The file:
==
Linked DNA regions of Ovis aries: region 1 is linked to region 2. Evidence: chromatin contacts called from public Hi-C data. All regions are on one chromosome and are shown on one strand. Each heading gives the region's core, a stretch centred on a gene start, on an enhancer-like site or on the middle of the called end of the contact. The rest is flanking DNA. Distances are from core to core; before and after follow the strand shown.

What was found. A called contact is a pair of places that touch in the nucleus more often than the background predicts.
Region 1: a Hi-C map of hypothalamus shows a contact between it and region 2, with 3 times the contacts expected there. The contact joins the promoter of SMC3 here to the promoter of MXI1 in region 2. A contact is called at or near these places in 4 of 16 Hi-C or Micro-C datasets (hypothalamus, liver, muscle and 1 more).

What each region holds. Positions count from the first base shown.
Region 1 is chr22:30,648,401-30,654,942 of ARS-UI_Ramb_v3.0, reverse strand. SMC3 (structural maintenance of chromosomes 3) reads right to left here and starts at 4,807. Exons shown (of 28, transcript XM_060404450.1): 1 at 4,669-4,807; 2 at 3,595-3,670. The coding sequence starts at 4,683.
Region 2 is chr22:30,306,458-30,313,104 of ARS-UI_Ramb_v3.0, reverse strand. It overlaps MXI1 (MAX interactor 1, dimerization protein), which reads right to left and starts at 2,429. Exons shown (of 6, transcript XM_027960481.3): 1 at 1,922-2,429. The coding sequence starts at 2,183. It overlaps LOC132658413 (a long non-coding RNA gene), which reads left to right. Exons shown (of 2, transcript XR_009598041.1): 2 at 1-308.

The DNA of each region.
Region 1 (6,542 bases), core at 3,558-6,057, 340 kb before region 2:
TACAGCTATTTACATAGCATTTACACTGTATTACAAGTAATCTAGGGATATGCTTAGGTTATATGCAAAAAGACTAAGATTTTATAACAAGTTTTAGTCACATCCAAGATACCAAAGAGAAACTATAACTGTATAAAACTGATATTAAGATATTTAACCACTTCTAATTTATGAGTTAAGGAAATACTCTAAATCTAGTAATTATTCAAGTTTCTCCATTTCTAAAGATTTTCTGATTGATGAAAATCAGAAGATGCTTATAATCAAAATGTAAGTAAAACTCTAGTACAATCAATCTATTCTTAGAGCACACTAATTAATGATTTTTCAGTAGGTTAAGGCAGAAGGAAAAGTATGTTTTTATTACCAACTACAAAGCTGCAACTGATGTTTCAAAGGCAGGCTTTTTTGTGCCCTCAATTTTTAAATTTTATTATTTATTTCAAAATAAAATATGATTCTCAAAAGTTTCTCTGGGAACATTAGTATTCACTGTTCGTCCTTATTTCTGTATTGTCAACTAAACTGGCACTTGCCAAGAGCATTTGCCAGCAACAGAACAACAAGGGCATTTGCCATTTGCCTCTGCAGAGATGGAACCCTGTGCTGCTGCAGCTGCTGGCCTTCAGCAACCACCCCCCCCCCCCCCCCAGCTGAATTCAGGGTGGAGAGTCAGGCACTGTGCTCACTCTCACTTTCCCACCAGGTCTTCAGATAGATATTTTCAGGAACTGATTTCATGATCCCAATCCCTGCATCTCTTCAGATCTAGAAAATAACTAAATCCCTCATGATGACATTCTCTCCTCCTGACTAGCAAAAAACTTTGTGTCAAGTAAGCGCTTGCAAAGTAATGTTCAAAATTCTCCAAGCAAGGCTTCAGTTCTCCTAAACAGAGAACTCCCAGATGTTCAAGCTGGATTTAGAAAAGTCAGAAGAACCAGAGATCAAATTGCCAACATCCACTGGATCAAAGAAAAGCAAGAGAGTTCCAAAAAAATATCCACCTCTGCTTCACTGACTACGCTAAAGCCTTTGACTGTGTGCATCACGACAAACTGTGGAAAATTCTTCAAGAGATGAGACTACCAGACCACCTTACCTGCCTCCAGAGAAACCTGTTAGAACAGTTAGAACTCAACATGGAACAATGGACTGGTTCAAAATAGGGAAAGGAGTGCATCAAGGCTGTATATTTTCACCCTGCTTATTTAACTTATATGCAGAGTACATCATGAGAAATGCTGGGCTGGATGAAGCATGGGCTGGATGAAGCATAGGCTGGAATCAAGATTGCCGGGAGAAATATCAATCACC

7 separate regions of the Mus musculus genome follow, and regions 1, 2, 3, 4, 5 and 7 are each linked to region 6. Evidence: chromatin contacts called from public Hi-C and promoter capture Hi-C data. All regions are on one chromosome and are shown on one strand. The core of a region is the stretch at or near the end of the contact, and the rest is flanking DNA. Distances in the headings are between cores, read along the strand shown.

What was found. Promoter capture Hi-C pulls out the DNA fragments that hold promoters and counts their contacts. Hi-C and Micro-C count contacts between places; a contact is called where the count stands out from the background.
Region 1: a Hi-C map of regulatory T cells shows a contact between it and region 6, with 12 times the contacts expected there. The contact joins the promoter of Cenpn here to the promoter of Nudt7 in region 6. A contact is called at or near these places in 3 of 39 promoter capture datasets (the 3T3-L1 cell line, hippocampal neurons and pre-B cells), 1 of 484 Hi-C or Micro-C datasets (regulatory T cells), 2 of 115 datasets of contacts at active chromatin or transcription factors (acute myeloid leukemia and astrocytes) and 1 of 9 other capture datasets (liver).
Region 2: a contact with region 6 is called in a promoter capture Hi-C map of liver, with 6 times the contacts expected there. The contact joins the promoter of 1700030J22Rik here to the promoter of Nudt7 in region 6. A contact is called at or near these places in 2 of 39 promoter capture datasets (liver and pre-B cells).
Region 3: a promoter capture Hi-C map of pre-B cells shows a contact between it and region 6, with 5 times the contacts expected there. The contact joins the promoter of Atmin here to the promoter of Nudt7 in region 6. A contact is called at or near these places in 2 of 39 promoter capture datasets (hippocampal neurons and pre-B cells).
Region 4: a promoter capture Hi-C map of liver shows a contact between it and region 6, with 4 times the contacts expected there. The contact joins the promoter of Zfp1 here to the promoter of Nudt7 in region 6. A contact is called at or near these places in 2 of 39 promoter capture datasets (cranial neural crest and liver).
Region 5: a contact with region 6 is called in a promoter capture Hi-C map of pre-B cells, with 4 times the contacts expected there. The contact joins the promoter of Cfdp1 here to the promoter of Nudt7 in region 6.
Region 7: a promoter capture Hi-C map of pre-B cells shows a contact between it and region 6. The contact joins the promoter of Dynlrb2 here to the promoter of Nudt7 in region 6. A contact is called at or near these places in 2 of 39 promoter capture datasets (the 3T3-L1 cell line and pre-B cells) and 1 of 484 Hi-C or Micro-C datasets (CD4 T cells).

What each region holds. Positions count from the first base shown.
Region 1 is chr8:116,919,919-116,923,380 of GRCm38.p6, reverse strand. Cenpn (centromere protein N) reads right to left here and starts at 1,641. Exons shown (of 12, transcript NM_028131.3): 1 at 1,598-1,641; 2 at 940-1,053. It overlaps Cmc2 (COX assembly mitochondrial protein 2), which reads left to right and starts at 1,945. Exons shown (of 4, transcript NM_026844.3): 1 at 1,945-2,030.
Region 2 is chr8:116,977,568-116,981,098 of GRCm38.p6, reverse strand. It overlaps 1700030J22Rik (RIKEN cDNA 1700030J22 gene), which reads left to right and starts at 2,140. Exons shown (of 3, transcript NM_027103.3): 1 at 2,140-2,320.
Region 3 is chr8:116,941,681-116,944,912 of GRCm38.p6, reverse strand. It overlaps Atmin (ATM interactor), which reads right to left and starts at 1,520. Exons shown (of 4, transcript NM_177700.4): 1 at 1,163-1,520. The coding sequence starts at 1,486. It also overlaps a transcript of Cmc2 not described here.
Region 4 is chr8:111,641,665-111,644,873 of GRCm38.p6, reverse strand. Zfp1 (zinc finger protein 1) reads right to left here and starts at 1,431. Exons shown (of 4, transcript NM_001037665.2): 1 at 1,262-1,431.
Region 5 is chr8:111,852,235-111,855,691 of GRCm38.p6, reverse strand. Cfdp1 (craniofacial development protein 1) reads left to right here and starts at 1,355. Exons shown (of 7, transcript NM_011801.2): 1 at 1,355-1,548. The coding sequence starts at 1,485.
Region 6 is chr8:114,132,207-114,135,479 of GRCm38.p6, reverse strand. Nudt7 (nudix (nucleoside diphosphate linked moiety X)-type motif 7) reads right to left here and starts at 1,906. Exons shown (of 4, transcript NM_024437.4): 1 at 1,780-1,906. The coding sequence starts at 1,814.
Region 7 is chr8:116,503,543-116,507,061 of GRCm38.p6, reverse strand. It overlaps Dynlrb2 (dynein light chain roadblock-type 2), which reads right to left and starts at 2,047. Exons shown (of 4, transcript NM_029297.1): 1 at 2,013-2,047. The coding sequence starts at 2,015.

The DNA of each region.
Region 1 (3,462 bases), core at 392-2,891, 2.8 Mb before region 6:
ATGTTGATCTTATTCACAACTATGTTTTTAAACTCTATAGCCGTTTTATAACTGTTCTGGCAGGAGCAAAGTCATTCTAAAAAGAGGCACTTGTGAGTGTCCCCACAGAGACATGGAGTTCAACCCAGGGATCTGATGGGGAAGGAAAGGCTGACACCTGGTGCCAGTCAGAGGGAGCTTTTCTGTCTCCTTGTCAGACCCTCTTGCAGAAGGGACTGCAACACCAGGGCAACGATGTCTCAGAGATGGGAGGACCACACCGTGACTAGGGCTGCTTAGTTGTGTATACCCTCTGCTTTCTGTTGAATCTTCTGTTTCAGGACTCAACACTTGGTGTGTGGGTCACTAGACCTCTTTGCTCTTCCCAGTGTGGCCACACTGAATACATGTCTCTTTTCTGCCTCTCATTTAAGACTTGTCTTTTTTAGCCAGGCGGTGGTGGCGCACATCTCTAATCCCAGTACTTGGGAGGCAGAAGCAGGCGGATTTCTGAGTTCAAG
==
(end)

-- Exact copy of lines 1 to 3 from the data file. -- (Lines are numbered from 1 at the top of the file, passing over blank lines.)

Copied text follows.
Linked DNA regions of Ovis aries: region 1 is linked to region 2. Evidence: chromatin contacts called from public Hi-C data. All regions are on one chromosome and are shown on one strand. Each heading gives the region's core, a stretch centred on a gene start, on an enhancer-like site or on the middle of the called end of the contact. The rest is flanking DNA. Distances are from core to core; before and after follow the strand shown.

What was found. A called contact is a pair of places that touch in the nucleus more often than the background predicts.
Region 1: a Hi-C map of hypothalamus shows a contact between it and region 2, with 3 times the contacts expected there. The contact joins the promoter of SMC3 here to the promoter of MXI1 in region 2. A contact is called at or near these places in 4 of 16 Hi-C or Micro-C datasets (hypothalamus, liver, muscle and 1 more).